1 Reduce Sensory input
Encourage your child to look at things outside,rather than focusing on books,games or movies.If your child naps,traveling during nap time that may also help
2 Carefully plan pre-trip meals
Don’t give your child spicy or greasy foods or a large meal immediately before or during travel.If your travel time will be short,skip food entirely.If the trip is long and your child needs to eat,give him or her a small bland snack such as dry crackers,and a small drink
3 provide air ventilation
Adequate ventilation may help prevent motion sickness. Try to keep air clear of any strong odors
4 Other Distractions
You may try distracting him/her by talking, listening to music, or singing songs
If all these don’t work, you have no choice but to give your child older than 2 preventive medicine. Over-the-counter medicine like Dramamine is approved for kids over the age of 2, or Benadryl can be used for older than 6 years age. Give only the appropriate dose for body weight. The medicines are absolutely safe in correct dose and do not have any long-term side effects.
Always consult your pediatrician at regular visits if he/she has any other suggestion. The preventive medicine always work in my experience.
- Don’t read in the car
- Sing while you ride
- Chew a gum
Trust these interventions will help, but have a small emesis basin available, clean immediately and use deodorizers to refeshen the car environment before continuing if he does happen to vomit.
There are many diseases that can present with motion sickness and these need to be ruled out. Most commonly, it is treated with a patch you put behind your ear called scopolamine. I would suggest following this up with your paediatrician. Thank you for your question.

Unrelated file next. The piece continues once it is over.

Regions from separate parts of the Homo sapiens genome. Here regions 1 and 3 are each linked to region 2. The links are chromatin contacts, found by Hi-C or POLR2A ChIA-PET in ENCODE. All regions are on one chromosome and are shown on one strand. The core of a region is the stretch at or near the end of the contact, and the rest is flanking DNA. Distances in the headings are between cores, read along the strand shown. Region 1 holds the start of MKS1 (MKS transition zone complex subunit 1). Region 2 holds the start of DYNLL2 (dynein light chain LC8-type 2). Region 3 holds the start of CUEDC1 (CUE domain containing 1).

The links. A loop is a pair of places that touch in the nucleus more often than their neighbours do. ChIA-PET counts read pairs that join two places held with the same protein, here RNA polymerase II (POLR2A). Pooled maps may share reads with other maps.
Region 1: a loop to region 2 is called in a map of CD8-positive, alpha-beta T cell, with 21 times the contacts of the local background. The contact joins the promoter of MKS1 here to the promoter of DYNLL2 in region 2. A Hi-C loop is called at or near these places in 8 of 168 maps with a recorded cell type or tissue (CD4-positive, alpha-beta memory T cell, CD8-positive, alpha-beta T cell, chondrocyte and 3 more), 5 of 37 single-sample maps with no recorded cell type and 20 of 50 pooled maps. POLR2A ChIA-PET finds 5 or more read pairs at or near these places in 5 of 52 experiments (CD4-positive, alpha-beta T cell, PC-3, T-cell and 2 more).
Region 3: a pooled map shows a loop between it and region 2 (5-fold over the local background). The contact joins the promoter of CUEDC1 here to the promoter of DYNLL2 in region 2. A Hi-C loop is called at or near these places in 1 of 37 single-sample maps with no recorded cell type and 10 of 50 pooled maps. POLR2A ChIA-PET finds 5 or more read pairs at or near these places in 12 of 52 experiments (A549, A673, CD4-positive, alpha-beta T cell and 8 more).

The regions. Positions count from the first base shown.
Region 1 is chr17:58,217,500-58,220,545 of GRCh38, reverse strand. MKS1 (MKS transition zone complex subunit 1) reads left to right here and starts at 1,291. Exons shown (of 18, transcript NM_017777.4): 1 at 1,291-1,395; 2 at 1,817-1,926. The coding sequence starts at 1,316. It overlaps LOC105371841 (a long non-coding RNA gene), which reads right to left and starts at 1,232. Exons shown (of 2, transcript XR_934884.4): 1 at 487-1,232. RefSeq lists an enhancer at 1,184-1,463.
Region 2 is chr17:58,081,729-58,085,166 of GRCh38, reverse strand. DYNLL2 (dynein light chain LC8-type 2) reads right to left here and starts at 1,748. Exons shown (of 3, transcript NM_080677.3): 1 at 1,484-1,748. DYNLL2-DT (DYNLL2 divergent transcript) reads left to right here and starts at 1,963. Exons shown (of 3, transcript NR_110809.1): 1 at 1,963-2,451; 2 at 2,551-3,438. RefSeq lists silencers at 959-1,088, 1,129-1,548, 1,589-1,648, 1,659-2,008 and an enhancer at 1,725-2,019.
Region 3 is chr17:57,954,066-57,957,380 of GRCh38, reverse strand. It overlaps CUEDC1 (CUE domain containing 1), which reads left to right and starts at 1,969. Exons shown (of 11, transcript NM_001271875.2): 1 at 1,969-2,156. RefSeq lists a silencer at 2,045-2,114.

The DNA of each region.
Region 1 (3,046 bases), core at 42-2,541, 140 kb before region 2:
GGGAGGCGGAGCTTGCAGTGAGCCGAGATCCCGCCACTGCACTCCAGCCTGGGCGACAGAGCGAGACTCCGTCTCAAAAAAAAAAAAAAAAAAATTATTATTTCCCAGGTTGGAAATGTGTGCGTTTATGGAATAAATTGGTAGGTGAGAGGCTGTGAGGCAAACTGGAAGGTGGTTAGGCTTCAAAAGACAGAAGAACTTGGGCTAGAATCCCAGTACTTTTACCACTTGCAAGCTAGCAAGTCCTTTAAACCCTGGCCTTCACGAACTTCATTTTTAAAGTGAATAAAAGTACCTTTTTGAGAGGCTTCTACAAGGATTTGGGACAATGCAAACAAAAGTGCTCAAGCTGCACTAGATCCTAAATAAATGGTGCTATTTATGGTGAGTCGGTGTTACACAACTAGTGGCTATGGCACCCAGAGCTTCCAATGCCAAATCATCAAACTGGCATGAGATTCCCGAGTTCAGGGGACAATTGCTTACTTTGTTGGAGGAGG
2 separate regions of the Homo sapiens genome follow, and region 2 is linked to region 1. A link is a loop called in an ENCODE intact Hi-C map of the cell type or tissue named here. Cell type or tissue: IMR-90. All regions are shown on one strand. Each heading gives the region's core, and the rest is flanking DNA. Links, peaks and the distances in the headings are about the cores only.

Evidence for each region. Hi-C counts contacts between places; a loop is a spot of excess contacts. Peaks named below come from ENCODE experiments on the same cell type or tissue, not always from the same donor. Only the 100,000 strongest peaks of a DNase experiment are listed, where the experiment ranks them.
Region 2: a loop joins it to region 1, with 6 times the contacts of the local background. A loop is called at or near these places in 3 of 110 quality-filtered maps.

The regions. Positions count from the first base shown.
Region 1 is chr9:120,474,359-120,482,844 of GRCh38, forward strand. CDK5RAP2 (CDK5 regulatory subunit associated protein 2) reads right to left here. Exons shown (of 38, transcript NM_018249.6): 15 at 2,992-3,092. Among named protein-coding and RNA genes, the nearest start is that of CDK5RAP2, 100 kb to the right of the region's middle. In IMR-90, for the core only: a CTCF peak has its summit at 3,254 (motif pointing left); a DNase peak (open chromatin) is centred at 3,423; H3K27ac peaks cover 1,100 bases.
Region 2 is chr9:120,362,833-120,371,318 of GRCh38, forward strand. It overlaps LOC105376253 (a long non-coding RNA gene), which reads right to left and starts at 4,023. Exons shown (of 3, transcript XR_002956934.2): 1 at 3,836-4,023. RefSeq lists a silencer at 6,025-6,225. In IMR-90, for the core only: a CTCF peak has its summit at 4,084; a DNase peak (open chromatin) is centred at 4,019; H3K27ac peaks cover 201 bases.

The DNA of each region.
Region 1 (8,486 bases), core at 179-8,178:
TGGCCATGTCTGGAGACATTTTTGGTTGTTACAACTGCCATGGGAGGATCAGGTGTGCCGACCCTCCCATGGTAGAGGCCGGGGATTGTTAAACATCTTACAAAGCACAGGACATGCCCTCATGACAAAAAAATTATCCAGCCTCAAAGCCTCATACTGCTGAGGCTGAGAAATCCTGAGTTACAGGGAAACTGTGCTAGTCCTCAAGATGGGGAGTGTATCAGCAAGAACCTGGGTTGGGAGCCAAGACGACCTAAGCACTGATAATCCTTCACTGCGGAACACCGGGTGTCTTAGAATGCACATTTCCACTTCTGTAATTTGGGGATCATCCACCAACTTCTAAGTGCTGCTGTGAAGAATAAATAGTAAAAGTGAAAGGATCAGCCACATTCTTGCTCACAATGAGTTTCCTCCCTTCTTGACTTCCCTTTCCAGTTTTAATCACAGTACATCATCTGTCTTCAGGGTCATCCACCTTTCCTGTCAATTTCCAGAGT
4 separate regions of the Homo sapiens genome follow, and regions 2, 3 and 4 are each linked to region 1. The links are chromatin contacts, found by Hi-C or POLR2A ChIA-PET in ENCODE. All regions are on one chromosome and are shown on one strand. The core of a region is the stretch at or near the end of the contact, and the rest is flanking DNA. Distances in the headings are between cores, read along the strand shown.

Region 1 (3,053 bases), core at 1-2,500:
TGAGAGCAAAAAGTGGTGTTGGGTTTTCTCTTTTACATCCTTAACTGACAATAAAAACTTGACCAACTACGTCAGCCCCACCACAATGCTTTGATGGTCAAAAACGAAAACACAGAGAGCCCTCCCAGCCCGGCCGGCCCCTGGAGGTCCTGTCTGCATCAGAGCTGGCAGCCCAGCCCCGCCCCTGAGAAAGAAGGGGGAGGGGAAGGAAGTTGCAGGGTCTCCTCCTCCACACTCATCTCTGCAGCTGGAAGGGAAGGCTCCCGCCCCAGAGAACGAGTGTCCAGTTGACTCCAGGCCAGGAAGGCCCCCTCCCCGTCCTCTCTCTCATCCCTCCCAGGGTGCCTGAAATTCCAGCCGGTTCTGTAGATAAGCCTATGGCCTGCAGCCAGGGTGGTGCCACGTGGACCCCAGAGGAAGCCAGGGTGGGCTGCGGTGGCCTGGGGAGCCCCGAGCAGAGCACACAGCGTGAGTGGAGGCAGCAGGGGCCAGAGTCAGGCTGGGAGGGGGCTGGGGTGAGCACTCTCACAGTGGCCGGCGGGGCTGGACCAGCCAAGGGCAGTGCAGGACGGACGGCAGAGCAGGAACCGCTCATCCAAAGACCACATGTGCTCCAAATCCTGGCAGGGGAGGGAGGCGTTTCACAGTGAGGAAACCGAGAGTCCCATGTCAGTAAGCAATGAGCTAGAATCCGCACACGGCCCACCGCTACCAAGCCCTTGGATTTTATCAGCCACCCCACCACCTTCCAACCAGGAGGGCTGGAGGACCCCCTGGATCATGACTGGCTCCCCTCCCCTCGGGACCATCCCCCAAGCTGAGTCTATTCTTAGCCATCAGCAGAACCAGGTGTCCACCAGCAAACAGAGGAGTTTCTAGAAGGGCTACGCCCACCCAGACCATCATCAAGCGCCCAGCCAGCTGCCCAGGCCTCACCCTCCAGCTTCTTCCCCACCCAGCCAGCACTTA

Imagine a young child sitting low in the back seat without being able to see out the window — or an older child reading a book in the car. The child's inner ear will sense motion, but his or her eyes and joints won't. The result might be an upset stomach, cold sweat, fatigue, and loss of appetite or vomiting.
It's not clear why car sickness affects some children more than others. While the problem doesn't seem to affect most infants and toddlers, children ages 2 to 12 are particularly susceptible.
To prevent car sickness in children, you might:
Reduce sensory input. Encourage your child to look at things outside the car — rather than focusing on books, games or movies. If your child naps, traveling during nap time also might help.
Carefully plan pre-trip meals. Don't give your child spicy or greasy foods or a large meal immediately before or during car travel. If your travel time will be short, skip food entirely. If the trip will be long or your child needs to eat, give him or her a small, bland snack — such as dry crackers and a small drink — before it's time to go.
Provide air ventilation. Adequate air ventilation might help prevent car sickness. Try to keep the air clear of any strong odors, too.
Offer distractions. If your child is prone to car sickness, try distracting him or her during car trips by talking, listening to music or singing songs.
Use medication. If your child is older than 2 and you're planning a long car trip, ask your child's doctor about an over-the-counter medication to prevent car sickness. Dimenhydrinate (Dramamine) is approved for kids 2 and older, and diphenhydramine (Benadryl) can be used for kids 6 and older. Read the product label carefully to determine the correct dose and be prepared for possible side effects, such as drowsiness. Nondrowsy antihistamines don't appear to be effective at treating motion sickness.
If your child starts to develop car sickness, stop the car as soon as possible and let your child get out and walk around — or lie on his or her back for a few minutes with closed eyes. Placing a cool cloth on your child's forehead also might help.
If these tips don't seem to help or your child's car sickness makes travel difficult or impossible, ask your child's doctor about other options.
- Dr. Afaneh